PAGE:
One of the more fascinating aspects to the development of the World Wide Web has been the proliferation of blogs. These Web logs have emerged from geeky obscurity, entered the mainstream and attracted the attention of corporate America.
By one estimate, some 80,000 new blogs come online everyday. We can debate the actual numbers, but there is no denying that blogging has become a powerful communication tool. A new book from AMACOM, the publishing division of the American Management Association, examines the opportunities — and the risks — that blogging brings to business.
“Blog Rules: A Business Guide to Managing Policy, Public Relations, and Legal Issues” by Nancy Flynn is a good starting point if you are thinking about adding a blog to your online presence. While you may end up deciding that blogging isn’t right for your business, this book makes it clear that you can’t simply ignore the burgeoning blogosphere.
Flynn, who is founder and executive director of The ePolicy Institute (a training and consulting firm online at www.epolicyinstitute.com), offers readers a guide designed so that they are “helped, not hindered, by this revolutionary tool.”
I’ll share a few of the critical points that Flynn has developed as the “36 Blog Rules to Keep You in Business — and Out of Court — with Your Corporate Reputation Intact:”
• Blog Rule No. 1 — The blog is an electronic communications powerhouse. Blogs are likely to have greater impact on business communications and corporate reputations than e-mail, instant messaging and traditional marketing-oriented Web sites combined.
• Blog Rule No. 2 — Business blogs are not necessary or appropriate for every organization. Evaluate benefits and assess risks before leaping into the blogosphere.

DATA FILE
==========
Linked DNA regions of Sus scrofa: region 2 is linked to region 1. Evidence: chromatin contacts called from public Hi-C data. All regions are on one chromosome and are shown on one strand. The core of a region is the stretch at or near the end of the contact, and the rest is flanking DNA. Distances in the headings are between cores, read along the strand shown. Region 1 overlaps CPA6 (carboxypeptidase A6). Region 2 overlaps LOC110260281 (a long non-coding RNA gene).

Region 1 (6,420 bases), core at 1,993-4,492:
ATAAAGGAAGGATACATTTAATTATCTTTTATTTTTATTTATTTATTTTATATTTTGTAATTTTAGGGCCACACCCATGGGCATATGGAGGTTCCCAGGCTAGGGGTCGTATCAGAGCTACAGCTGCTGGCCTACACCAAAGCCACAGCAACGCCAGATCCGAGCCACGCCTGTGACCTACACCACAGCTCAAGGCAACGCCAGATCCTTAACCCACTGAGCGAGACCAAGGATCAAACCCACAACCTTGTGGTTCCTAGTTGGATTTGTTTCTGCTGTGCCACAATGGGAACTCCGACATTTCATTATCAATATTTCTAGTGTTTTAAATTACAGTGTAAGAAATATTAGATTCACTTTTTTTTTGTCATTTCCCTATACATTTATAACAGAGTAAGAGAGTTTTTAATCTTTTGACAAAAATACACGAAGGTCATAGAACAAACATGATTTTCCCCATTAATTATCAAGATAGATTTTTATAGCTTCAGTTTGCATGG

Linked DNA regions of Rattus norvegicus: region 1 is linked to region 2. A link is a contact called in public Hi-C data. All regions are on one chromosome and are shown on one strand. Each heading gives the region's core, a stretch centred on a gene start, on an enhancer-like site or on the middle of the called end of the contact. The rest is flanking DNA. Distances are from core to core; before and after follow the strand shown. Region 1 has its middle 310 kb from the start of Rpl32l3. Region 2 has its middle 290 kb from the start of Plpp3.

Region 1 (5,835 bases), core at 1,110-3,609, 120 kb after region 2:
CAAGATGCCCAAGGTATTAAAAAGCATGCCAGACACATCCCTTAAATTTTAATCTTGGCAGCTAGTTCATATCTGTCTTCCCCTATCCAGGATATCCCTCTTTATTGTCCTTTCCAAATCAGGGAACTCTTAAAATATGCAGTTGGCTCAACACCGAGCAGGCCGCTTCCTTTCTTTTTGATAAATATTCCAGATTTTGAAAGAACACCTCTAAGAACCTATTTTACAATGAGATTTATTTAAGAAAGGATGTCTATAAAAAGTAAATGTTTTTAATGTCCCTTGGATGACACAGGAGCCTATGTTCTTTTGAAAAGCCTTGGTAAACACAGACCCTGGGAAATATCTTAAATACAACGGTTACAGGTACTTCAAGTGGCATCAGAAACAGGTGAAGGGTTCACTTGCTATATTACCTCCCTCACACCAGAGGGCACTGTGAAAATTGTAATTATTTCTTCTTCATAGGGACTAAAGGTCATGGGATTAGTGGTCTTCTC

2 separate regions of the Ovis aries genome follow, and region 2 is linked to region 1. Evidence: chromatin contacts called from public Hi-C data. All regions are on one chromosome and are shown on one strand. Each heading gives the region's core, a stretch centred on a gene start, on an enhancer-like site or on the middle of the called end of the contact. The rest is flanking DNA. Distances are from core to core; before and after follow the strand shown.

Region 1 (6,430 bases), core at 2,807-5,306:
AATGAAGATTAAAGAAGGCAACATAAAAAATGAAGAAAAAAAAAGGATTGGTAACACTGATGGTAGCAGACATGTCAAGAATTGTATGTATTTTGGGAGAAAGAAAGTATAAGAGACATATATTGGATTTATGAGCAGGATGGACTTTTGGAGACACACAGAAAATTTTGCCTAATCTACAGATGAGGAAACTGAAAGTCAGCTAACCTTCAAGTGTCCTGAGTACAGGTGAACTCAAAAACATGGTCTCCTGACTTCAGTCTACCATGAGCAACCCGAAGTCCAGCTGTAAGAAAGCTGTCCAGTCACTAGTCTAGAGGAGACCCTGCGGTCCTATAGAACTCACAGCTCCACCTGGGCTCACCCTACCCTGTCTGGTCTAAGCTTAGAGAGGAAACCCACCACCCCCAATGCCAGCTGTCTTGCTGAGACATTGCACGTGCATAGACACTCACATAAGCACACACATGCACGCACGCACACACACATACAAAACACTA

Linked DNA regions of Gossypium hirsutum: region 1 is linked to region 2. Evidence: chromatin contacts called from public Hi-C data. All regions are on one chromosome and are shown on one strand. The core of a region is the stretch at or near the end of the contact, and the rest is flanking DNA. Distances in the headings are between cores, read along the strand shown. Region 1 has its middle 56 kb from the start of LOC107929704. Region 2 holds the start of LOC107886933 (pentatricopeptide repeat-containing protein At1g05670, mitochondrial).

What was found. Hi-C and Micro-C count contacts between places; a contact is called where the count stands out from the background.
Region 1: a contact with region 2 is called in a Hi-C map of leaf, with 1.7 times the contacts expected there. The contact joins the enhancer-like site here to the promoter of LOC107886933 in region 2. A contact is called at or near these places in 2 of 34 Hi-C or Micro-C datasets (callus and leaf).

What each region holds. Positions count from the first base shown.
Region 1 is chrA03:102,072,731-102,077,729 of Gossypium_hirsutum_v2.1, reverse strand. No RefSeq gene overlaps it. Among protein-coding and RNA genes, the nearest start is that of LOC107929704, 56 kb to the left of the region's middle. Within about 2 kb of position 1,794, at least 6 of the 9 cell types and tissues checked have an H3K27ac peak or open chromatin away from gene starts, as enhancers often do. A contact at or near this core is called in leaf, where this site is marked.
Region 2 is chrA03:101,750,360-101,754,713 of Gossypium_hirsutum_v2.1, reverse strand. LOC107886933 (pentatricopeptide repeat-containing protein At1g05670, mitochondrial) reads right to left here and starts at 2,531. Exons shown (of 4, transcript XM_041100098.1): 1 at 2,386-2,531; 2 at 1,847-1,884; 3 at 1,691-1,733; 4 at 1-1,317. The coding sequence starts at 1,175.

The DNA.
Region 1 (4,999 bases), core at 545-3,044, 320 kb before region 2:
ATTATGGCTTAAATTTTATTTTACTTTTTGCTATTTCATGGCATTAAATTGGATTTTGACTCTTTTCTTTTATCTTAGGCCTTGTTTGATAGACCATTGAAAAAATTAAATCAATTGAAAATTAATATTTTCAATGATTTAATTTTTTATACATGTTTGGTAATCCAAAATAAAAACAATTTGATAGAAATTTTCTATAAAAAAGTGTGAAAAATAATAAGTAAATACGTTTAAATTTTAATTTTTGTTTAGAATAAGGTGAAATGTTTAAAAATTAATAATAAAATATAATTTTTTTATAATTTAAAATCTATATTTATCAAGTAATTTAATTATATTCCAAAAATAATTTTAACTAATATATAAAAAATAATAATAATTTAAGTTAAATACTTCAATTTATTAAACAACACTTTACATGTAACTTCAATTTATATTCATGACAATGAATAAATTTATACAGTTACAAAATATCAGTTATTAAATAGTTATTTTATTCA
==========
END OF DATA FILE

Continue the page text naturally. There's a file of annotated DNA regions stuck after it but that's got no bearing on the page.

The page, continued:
• Blog Rule No. 4 — It’s the casual, conversational, anything-goes nature of the blog that makes it both so appealing to blog writers and readers. It is also what makes blogging so potentially dangerous to your business.
• Blog Rule No. 9 — Strategic blog management begins with the establishment of a clear objective. In other words, why does your organization want to blog?
• Blog Rule No. 13 — Treat blog posts and comments as business records. Be sure blog business records are retained, archived and readily available to courts or regulators in the event of a workplace lawsuit or regulatory investigation.
• Blog Rule No. 20 — The blog is all about content.
• Blog Rule No. 21 — Blogging culture demands absolute honesty. The blogosphere hates a phony!
• Blog Rule No. 22 — Assign a lawyer to review, edit and — as necessary — delete readers’ comments pre-post. All it takes is one inappropriate comment to trigger a workplace lawsuit, regulatory investigation or blog mob attack.
• Blog Rule No. 30 — The First Amendment does not protect bloggers.
• Blog Rule No. 32 — Blogs are rapidly — and forever — changing the way PR people and media relations professionals do business.
• Blog Rule No. 36 — Blogs are a phenomenal vehicle for attacking companies, brands and individuals. Be proactive. Prepare today for the attack that is likely to hit tomorrow.
So, what about you? Have you, or your business, jumped into the blogosphere? Send us the details for a story we have planned for an upcoming editorial focus on technology.
Jim Laird is editor of the Mississippi Business Journal. His e-mail address is email@example.com. He doesn’t blog, but he’s thinking about it.
Contact MBJ editor Jim Laird at firstname.lastname@example.org.
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